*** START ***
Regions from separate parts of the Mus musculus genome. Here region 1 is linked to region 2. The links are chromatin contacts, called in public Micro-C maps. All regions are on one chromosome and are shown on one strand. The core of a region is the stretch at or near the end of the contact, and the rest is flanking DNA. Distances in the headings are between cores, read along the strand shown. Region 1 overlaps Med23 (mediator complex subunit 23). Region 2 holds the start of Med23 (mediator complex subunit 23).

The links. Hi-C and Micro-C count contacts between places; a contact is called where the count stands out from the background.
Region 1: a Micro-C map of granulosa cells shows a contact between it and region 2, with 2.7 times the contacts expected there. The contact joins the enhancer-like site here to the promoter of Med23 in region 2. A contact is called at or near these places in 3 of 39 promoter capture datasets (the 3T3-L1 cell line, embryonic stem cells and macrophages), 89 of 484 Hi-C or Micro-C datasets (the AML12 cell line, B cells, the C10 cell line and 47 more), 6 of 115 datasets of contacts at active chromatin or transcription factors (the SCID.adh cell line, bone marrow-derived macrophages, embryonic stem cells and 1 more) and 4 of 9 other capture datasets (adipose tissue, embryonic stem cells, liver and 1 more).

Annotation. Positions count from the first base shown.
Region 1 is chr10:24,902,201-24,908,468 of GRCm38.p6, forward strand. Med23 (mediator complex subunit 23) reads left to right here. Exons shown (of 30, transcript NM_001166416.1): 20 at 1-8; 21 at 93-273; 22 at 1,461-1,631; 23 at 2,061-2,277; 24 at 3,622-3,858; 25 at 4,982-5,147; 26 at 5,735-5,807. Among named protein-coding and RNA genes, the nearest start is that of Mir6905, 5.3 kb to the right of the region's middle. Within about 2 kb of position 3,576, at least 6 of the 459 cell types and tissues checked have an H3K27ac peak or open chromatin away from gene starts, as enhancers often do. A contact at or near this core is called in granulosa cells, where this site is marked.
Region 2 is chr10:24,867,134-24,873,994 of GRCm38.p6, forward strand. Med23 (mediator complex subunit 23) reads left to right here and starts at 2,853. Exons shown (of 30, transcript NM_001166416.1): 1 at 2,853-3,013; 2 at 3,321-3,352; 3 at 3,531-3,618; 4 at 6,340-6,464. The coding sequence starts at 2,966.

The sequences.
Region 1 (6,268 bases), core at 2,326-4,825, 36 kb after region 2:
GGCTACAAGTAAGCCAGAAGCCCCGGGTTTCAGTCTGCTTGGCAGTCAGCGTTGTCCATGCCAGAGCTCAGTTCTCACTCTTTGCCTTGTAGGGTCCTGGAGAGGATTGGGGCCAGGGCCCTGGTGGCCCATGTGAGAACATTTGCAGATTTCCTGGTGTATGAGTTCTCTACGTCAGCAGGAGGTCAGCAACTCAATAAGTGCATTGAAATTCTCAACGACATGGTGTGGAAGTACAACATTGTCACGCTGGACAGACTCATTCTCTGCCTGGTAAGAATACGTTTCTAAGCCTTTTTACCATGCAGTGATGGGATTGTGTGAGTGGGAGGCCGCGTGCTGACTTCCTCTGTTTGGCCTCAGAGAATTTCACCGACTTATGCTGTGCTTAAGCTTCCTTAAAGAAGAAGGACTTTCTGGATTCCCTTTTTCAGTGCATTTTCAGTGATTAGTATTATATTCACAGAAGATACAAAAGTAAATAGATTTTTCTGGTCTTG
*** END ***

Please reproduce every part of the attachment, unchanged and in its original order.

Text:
Regions from separate parts of the Mus musculus genome. Here region 1 is linked to region 2. The links are chromatin contacts, called in public Micro-C maps. All regions are on one chromosome and are shown on one strand. The core of a region is the stretch at or near the end of the contact, and the rest is flanking DNA. Distances in the headings are between cores, read along the strand shown. Region 1 overlaps Med23 (mediator complex subunit 23). Region 2 holds the start of Med23 (mediator complex subunit 23).

The links. Hi-C and Micro-C count contacts between places; a contact is called where the count stands out from the background.
Region 1: a Micro-C map of granulosa cells shows a contact between it and region 2, with 2.7 times the contacts expected there. The contact joins the enhancer-like site here to the promoter of Med23 in region 2. A contact is called at or near these places in 3 of 39 promoter capture datasets (the 3T3-L1 cell line, embryonic stem cells and macrophages), 89 of 484 Hi-C or Micro-C datasets (the AML12 cell line, B cells, the C10 cell line and 47 more), 6 of 115 datasets of contacts at active chromatin or transcription factors (the SCID.adh cell line, bone marrow-derived macrophages, embryonic stem cells and 1 more) and 4 of 9 other capture datasets (adipose tissue, embryonic stem cells, liver and 1 more).

Annotation. Positions count from the first base shown.
Region 1 is chr10:24,902,201-24,908,468 of GRCm38.p6, forward strand. Med23 (mediator complex subunit 23) reads left to right here. Exons shown (of 30, transcript NM_001166416.1): 20 at 1-8; 21 at 93-273; 22 at 1,461-1,631; 23 at 2,061-2,277; 24 at 3,622-3,858; 25 at 4,982-5,147; 26 at 5,735-5,807. Among named protein-coding and RNA genes, the nearest start is that of Mir6905, 5.3 kb to the right of the region's middle. Within about 2 kb of position 3,576, at least 6 of the 459 cell types and tissues checked have an H3K27ac peak or open chromatin away from gene starts, as enhancers often do. A contact at or near this core is called in granulosa cells, where this site is marked.
Region 2 is chr10:24,867,134-24,873,994 of GRCm38.p6, forward strand. Med23 (mediator complex subunit 23) reads left to right here and starts at 2,853. Exons shown (of 30, transcript NM_001166416.1): 1 at 2,853-3,013; 2 at 3,321-3,352; 3 at 3,531-3,618; 4 at 6,340-6,464. The coding sequence starts at 2,966.

The sequences.
Region 1 (6,268 bases), core at 2,326-4,825, 36 kb after region 2:
GGCTACAAGTAAGCCAGAAGCCCCGGGTTTCAGTCTGCTTGGCAGTCAGCGTTGTCCATGCCAGAGCTCAGTTCTCACTCTTTGCCTTGTAGGGTCCTGGAGAGGATTGGGGCCAGGGCCCTGGTGGCCCATGTGAGAACATTTGCAGATTTCCTGGTGTATGAGTTCTCTACGTCAGCAGGAGGTCAGCAACTCAATAAGTGCATTGAAATTCTCAACGACATGGTGTGGAAGTACAACATTGTCACGCTGGACAGACTCATTCTCTGCCTGGTAAGAATACGTTTCTAAGCCTTTTTACCATGCAGTGATGGGATTGTGTGAGTGGGAGGCCGCGTGCTGACTTCCTCTGTTTGGCCTCAGAGAATTTCACCGACTTATGCTGTGCTTAAGCTTCCTTAAAGAAGAAGGACTTTCTGGATTCCCTTTTTCAGTGCATTTTCAGTGATTAGTATTATATTCACAGAAGATACAAAAGTAAATAGATTTTTCTGGTCTTG